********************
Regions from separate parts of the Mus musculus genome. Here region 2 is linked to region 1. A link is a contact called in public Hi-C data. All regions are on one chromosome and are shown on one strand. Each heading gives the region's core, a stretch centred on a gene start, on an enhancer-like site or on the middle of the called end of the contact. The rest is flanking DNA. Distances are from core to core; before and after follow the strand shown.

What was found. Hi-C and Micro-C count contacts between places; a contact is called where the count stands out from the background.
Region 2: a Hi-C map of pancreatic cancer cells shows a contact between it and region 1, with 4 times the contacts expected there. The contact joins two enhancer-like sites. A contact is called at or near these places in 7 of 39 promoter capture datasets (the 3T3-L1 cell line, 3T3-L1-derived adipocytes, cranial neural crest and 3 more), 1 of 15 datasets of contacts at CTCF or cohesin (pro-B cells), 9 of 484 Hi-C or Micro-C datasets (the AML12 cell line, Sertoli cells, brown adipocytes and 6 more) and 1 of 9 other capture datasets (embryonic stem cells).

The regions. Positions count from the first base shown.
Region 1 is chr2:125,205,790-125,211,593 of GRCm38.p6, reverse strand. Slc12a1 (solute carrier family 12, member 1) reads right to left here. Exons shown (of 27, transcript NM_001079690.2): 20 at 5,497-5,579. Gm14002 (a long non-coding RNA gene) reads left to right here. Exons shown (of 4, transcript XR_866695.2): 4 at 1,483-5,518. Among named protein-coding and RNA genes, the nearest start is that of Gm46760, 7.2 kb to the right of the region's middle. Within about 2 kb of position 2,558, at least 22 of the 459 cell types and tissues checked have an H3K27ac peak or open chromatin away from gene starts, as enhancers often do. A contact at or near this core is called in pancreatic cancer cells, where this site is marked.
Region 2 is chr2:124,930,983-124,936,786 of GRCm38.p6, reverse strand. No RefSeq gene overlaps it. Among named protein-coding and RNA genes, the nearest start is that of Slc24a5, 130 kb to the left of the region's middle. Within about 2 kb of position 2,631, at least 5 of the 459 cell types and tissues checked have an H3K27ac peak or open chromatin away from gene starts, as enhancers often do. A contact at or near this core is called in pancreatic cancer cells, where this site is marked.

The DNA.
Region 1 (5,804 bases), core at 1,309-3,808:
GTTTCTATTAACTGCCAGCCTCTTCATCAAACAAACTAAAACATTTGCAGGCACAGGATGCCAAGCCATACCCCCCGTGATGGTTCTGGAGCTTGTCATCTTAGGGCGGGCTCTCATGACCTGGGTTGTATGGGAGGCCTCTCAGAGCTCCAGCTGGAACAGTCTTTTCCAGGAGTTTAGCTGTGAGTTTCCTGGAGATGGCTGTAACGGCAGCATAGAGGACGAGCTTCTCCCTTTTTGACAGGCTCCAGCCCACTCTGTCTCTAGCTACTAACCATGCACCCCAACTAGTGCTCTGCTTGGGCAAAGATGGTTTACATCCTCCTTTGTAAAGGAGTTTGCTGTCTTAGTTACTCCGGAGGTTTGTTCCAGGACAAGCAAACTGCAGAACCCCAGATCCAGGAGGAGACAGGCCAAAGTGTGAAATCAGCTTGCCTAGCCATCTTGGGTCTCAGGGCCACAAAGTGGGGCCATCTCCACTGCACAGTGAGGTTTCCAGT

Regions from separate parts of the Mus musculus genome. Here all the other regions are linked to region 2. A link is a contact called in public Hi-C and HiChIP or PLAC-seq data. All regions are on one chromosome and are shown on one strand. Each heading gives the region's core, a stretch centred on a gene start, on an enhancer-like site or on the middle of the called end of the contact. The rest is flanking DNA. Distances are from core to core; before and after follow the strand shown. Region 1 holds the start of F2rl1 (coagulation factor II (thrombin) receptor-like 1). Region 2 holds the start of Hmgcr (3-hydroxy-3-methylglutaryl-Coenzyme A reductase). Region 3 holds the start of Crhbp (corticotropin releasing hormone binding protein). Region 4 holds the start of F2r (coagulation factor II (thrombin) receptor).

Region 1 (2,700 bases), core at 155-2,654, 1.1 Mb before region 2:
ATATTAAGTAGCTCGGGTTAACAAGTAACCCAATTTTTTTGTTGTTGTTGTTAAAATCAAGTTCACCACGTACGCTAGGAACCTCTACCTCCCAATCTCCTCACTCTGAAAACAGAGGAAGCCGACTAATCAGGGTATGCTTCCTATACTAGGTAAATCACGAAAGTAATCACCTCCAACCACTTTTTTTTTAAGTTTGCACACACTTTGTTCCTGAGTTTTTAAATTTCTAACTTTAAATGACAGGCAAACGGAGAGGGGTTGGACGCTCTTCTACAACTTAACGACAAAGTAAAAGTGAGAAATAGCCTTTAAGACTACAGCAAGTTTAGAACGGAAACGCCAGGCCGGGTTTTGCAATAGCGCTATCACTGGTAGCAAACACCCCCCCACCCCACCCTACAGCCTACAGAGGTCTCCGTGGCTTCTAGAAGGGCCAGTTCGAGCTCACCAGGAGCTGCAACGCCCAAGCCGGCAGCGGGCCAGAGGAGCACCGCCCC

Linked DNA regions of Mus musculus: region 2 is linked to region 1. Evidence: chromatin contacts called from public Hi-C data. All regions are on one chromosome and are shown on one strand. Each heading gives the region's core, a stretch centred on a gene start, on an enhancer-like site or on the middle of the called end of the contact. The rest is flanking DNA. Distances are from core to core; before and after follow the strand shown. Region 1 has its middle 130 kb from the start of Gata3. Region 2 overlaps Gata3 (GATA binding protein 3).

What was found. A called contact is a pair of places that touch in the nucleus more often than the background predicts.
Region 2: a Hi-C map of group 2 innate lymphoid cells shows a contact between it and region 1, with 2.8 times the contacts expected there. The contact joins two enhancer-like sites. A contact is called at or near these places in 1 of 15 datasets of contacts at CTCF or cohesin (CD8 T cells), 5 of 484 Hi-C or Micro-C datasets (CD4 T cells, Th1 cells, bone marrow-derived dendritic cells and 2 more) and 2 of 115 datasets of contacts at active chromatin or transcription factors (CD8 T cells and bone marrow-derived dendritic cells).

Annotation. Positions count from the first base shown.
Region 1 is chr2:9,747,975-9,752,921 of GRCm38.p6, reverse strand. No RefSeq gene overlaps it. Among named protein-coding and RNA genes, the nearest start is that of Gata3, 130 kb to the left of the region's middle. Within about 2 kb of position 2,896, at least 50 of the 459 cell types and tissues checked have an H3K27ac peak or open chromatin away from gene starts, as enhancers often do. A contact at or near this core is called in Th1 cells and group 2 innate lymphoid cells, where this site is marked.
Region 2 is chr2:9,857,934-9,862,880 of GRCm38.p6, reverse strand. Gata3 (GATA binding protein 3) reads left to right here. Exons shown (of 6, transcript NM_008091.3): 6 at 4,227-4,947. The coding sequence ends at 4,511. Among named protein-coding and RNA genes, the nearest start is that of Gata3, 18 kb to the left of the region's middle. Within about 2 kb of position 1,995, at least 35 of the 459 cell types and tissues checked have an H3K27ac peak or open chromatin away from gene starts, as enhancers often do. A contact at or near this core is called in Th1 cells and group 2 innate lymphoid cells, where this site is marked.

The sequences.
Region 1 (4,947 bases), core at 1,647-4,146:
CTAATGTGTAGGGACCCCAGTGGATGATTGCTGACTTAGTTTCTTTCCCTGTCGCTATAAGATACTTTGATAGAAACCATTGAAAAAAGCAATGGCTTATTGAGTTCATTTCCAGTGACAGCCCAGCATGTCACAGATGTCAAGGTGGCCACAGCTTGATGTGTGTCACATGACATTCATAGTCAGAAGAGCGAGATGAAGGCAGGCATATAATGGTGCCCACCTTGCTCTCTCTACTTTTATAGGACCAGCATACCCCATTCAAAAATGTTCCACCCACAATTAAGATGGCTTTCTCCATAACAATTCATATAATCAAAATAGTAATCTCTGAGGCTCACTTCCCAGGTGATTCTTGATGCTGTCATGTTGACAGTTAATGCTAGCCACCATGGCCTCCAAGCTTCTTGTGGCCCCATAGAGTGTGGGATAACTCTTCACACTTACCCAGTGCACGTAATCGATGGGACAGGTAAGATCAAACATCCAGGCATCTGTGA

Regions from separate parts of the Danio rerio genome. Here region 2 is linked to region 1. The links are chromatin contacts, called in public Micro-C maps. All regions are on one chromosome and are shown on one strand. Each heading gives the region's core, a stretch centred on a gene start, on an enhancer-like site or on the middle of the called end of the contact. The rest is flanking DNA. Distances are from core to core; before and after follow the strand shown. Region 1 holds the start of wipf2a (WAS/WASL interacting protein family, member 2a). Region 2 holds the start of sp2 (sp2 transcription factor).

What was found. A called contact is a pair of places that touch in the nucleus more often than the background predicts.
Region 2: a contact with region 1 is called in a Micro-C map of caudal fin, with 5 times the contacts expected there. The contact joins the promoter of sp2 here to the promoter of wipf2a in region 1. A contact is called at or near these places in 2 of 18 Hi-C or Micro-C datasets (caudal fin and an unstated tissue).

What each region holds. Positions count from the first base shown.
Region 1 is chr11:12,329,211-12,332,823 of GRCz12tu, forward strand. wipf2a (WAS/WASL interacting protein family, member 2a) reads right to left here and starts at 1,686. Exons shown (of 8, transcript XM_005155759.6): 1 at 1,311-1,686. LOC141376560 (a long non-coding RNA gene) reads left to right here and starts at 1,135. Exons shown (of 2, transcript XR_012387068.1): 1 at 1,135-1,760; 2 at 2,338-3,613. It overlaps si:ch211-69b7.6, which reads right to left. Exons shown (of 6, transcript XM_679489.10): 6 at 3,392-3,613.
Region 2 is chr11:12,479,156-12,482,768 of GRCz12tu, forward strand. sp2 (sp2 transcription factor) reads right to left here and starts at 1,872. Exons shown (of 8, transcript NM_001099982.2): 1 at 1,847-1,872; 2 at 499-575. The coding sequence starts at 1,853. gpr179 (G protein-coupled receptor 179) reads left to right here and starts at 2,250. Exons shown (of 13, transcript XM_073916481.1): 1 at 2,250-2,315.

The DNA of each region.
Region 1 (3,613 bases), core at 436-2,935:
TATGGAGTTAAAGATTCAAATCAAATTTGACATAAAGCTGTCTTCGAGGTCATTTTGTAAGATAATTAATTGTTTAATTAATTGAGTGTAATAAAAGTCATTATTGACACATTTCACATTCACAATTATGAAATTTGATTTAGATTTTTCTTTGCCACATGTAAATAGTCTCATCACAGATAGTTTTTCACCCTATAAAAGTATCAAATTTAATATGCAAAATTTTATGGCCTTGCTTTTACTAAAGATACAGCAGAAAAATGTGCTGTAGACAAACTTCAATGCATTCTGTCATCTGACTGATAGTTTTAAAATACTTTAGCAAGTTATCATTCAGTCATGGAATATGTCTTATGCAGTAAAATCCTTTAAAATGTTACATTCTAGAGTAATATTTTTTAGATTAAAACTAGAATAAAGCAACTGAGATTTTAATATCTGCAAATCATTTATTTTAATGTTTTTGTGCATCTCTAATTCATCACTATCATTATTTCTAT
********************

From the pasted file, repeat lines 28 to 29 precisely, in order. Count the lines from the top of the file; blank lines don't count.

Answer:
The DNA of each region.
Region 1 (3,613 bases), core at 436-2,935: